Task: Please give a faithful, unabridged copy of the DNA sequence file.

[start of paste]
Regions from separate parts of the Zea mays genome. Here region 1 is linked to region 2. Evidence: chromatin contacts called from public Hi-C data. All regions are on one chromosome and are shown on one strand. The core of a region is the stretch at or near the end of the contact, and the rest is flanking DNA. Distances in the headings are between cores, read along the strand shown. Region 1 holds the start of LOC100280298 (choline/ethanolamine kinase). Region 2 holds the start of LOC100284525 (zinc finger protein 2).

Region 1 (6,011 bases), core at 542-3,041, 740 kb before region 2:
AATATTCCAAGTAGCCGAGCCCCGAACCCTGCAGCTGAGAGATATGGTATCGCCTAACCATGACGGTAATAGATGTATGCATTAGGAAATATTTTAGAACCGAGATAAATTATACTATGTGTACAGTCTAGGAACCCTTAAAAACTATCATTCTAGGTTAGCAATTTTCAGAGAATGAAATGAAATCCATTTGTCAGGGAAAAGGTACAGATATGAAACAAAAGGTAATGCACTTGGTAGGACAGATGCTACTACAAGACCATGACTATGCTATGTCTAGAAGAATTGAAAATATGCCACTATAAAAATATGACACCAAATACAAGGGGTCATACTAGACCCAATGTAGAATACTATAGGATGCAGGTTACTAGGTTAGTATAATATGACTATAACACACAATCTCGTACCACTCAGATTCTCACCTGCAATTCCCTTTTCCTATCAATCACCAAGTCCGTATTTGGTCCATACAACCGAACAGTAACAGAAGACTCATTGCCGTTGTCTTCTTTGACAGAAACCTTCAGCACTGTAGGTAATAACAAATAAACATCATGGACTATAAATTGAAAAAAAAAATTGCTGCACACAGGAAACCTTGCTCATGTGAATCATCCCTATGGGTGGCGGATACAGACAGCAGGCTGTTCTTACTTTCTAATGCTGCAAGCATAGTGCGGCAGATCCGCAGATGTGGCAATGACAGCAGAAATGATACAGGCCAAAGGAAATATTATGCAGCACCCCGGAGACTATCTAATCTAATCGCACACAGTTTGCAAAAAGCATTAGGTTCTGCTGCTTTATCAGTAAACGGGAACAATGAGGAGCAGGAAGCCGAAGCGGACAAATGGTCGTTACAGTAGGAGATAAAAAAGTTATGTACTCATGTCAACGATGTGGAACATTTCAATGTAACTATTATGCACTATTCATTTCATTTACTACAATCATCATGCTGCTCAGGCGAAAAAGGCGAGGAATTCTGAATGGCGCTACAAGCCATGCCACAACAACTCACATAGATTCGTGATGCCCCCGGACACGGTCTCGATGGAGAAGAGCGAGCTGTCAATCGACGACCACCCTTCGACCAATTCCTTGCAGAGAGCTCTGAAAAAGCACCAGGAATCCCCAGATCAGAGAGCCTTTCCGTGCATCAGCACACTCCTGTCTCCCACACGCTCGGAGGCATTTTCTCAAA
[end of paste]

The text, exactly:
Regions from separate parts of the Zea mays genome. Here region 1 is linked to region 2. Evidence: chromatin contacts called from public Hi-C data. All regions are on one chromosome and are shown on one strand. The core of a region is the stretch at or near the end of the contact, and the rest is flanking DNA. Distances in the headings are between cores, read along the strand shown. Region 1 holds the start of LOC100280298 (choline/ethanolamine kinase). Region 2 holds the start of LOC100284525 (zinc finger protein 2).

Region 1 (6,011 bases), core at 542-3,041, 740 kb before region 2:
AATATTCCAAGTAGCCGAGCCCCGAACCCTGCAGCTGAGAGATATGGTATCGCCTAACCATGACGGTAATAGATGTATGCATTAGGAAATATTTTAGAACCGAGATAAATTATACTATGTGTACAGTCTAGGAACCCTTAAAAACTATCATTCTAGGTTAGCAATTTTCAGAGAATGAAATGAAATCCATTTGTCAGGGAAAAGGTACAGATATGAAACAAAAGGTAATGCACTTGGTAGGACAGATGCTACTACAAGACCATGACTATGCTATGTCTAGAAGAATTGAAAATATGCCACTATAAAAATATGACACCAAATACAAGGGGTCATACTAGACCCAATGTAGAATACTATAGGATGCAGGTTACTAGGTTAGTATAATATGACTATAACACACAATCTCGTACCACTCAGATTCTCACCTGCAATTCCCTTTTCCTATCAATCACCAAGTCCGTATTTGGTCCATACAACCGAACAGTAACAGAAGACTCATTGCCGTTGTCTTCTTTGACAGAAACCTTCAGCACTGTAGGTAATAACAAATAAACATCATGGACTATAAATTGAAAAAAAAAATTGCTGCACACAGGAAACCTTGCTCATGTGAATCATCCCTATGGGTGGCGGATACAGACAGCAGGCTGTTCTTACTTTCTAATGCTGCAAGCATAGTGCGGCAGATCCGCAGATGTGGCAATGACAGCAGAAATGATACAGGCCAAAGGAAATATTATGCAGCACCCCGGAGACTATCTAATCTAATCGCACACAGTTTGCAAAAAGCATTAGGTTCTGCTGCTTTATCAGTAAACGGGAACAATGAGGAGCAGGAAGCCGAAGCGGACAAATGGTCGTTACAGTAGGAGATAAAAAAGTTATGTACTCATGTCAACGATGTGGAACATTTCAATGTAACTATTATGCACTATTCATTTCATTTACTACAATCATCATGCTGCTCAGGCGAAAAAGGCGAGGAATTCTGAATGGCGCTACAAGCCATGCCACAACAACTCACATAGATTCGTGATGCCCCCGGACACGGTCTCGATGGAGAAGAGCGAGCTGTCAATCGACGACCACCCTTCGACCAATTCCTTGCAGAGAGCTCTGAAAAAGCACCAGGAATCCCCAGATCAGAGAGCCTTTCCGTGCATCAGCACACTCCTGTCTCCCACACGCTCGGAGGCATTTTCTCAAA